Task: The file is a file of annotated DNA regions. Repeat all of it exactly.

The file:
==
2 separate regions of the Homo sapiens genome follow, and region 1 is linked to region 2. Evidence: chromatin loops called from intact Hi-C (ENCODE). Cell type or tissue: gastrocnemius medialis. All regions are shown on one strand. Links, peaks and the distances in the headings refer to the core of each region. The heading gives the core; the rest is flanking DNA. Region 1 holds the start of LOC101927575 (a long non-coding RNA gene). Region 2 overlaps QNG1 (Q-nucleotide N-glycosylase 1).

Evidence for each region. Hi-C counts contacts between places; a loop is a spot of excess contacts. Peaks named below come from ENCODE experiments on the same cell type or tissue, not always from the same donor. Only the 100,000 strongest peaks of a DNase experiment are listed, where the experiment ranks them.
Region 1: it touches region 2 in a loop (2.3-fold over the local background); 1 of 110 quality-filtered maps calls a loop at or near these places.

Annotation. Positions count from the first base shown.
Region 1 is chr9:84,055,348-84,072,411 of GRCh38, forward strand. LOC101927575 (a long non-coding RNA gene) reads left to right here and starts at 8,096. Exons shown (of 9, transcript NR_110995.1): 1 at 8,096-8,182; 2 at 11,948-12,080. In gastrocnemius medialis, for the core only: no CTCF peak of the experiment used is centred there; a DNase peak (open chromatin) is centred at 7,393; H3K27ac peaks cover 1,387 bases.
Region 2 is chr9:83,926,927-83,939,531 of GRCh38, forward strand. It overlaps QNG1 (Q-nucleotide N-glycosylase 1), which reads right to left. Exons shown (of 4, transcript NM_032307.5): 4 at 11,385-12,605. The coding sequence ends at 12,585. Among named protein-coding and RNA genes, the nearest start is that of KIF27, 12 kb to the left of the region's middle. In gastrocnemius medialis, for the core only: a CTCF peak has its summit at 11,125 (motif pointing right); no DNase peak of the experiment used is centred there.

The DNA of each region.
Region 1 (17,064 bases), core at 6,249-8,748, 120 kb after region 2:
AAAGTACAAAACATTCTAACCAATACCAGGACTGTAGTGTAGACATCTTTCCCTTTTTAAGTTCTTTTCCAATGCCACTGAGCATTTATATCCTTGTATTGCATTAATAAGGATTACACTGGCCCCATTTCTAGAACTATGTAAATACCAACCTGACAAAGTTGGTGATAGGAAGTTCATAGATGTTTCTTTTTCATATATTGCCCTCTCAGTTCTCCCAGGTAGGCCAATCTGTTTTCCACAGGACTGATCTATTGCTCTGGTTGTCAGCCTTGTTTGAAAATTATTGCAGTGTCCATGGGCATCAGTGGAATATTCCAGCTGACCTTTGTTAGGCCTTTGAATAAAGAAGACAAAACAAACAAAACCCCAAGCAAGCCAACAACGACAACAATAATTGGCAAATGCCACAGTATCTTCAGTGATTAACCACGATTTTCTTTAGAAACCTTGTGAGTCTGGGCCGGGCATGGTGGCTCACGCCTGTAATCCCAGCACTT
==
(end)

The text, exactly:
2 separate regions of the Homo sapiens genome follow, and region 1 is linked to region 2. Evidence: chromatin loops called from intact Hi-C (ENCODE). Cell type or tissue: gastrocnemius medialis. All regions are shown on one strand. Links, peaks and the distances in the headings refer to the core of each region. The heading gives the core; the rest is flanking DNA. Region 1 holds the start of LOC101927575 (a long non-coding RNA gene). Region 2 overlaps QNG1 (Q-nucleotide N-glycosylase 1).

Evidence for each region. Hi-C counts contacts between places; a loop is a spot of excess contacts. Peaks named below come from ENCODE experiments on the same cell type or tissue, not always from the same donor. Only the 100,000 strongest peaks of a DNase experiment are listed, where the experiment ranks them.
Region 1: it touches region 2 in a loop (2.3-fold over the local background); 1 of 110 quality-filtered maps calls a loop at or near these places.

Annotation. Positions count from the first base shown.
Region 1 is chr9:84,055,348-84,072,411 of GRCh38, forward strand. LOC101927575 (a long non-coding RNA gene) reads left to right here and starts at 8,096. Exons shown (of 9, transcript NR_110995.1): 1 at 8,096-8,182; 2 at 11,948-12,080. In gastrocnemius medialis, for the core only: no CTCF peak of the experiment used is centred there; a DNase peak (open chromatin) is centred at 7,393; H3K27ac peaks cover 1,387 bases.
Region 2 is chr9:83,926,927-83,939,531 of GRCh38, forward strand. It overlaps QNG1 (Q-nucleotide N-glycosylase 1), which reads right to left. Exons shown (of 4, transcript NM_032307.5): 4 at 11,385-12,605. The coding sequence ends at 12,585. Among named protein-coding and RNA genes, the nearest start is that of KIF27, 12 kb to the left of the region's middle. In gastrocnemius medialis, for the core only: a CTCF peak has its summit at 11,125 (motif pointing right); no DNase peak of the experiment used is centred there.

The DNA of each region.
Region 1 (17,064 bases), core at 6,249-8,748, 120 kb after region 2:
AAAGTACAAAACATTCTAACCAATACCAGGACTGTAGTGTAGACATCTTTCCCTTTTTAAGTTCTTTTCCAATGCCACTGAGCATTTATATCCTTGTATTGCATTAATAAGGATTACACTGGCCCCATTTCTAGAACTATGTAAATACCAACCTGACAAAGTTGGTGATAGGAAGTTCATAGATGTTTCTTTTTCATATATTGCCCTCTCAGTTCTCCCAGGTAGGCCAATCTGTTTTCCACAGGACTGATCTATTGCTCTGGTTGTCAGCCTTGTTTGAAAATTATTGCAGTGTCCATGGGCATCAGTGGAATATTCCAGCTGACCTTTGTTAGGCCTTTGAATAAAGAAGACAAAACAAACAAAACCCCAAGCAAGCCAACAACGACAACAATAATTGGCAAATGCCACAGTATCTTCAGTGATTAACCACGATTTTCTTTAGAAACCTTGTGAGTCTGGGCCGGGCATGGTGGCTCACGCCTGTAATCCCAGCACTT